Investigating Risk of Self-Harm by Young Aboriginal People with A History of Child Protection System Contact: Identifying Opportunities for Prevention

Main Article Content

Bernard Leckning
Vincent Yaofeng He
Tanja Hirvonen
John Condon
Steven Guthridge

Abstract

Introduction
The Northern Territory (NT) population experiences amongst the highest rates of both child maltreatment and self-harm of any jurisdiction in Australia, especially amongst young Aboriginal people. This is a concern given the evidence linking child maltreatment to self-harm and suicide. However, few longitudinal studies have examined these associations by patterns of child protection system contacts that may represent opportunities for intervention, and none have identified the distinct pathways for Aboriginal children.


Objectives and Approach
This retrospective cohort study investigated the excess risk of self-harm hospital admissions (12-18 years) associated with different levels and timing of child protection contacts (aged <12 years) amongst Aboriginal children. The study used linked, de-identified, individual-level records from multiple agencies for 6,476 Aboriginal children born in the NT between 1999 and 2003.


Results
Over 70% (n=36/50) of the cohort who experienced self-harm had a history of child protection contact. The overall probability of self-harm increased as the level of contact with the child protection system increased. After adjusting for confounding, children with any level of child protection contact in middle childhood (5-11 years) only and across both early (0-4 years) and middle childhood were 3 to 9 times more likely to experience self-harm in adolescence compared to their peers in the general population.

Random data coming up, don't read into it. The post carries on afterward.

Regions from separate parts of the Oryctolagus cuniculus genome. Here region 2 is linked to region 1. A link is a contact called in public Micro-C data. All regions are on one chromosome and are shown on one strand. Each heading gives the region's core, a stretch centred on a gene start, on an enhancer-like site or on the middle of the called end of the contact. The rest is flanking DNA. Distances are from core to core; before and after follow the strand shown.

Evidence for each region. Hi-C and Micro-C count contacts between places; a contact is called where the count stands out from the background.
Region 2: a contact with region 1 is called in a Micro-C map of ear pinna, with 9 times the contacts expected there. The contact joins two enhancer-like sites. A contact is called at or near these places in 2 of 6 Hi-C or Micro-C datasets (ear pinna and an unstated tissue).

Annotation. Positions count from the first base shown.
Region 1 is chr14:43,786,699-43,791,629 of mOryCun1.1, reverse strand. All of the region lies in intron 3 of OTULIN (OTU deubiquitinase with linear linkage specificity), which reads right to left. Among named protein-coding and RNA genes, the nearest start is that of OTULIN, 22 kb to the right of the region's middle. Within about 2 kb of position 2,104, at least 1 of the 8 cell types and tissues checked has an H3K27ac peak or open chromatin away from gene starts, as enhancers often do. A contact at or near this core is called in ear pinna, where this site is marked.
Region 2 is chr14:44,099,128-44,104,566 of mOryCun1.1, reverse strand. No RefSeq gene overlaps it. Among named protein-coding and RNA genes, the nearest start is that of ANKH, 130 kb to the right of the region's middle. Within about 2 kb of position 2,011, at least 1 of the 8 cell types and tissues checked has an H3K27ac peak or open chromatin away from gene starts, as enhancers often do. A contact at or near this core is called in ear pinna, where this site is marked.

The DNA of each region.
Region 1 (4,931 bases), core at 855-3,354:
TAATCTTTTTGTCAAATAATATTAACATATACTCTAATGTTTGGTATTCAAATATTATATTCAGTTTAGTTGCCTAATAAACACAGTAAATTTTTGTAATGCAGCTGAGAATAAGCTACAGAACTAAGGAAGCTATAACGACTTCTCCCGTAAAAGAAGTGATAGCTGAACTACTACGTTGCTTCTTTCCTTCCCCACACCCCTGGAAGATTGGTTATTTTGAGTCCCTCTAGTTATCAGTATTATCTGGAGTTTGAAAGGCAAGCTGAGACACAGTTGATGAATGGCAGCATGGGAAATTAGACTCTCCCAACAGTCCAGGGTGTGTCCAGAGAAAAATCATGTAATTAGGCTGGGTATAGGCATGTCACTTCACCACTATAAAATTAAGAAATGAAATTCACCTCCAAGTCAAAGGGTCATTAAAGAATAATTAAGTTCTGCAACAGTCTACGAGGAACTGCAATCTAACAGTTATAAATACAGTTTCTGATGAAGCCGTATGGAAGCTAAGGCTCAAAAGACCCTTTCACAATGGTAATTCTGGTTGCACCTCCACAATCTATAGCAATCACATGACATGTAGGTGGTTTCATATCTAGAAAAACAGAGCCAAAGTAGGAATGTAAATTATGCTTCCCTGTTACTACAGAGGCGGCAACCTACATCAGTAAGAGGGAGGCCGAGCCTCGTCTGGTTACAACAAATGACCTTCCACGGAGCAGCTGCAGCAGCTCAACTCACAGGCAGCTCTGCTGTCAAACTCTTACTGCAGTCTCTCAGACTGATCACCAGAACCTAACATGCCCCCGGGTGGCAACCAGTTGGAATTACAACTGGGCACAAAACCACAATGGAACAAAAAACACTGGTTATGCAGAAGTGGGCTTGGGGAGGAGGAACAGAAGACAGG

Conclusion / Implications
The findings are consistent with evidence of intergenerational trauma impacting Aboriginal families and children and identifies middle childhood as a critical period in which the risk for self-harm emerges. There is a need for culturally appropriate family support and parenting programs to be available at all levels of the child protection system. Furthermore, hospitals should use a trauma-informed approach to assess and care for young Aboriginal people who present following self-harm. Reflections will be offered on the benefits of using data linkage for investigating rare outcomes in difficult-to-reach populations.

Article Details

How to Cite
Leckning, B., He, V. Y., Hirvonen, T., Condon, J. and Guthridge, S. (2020) “Investigating Risk of Self-Harm by Young Aboriginal People with A History of Child Protection System Contact: Identifying Opportunities for Prevention”, International Journal of Population Data Science, 5(5). Available at: https://ijpds.org/article/view/1609 (Accessed: 24January2021).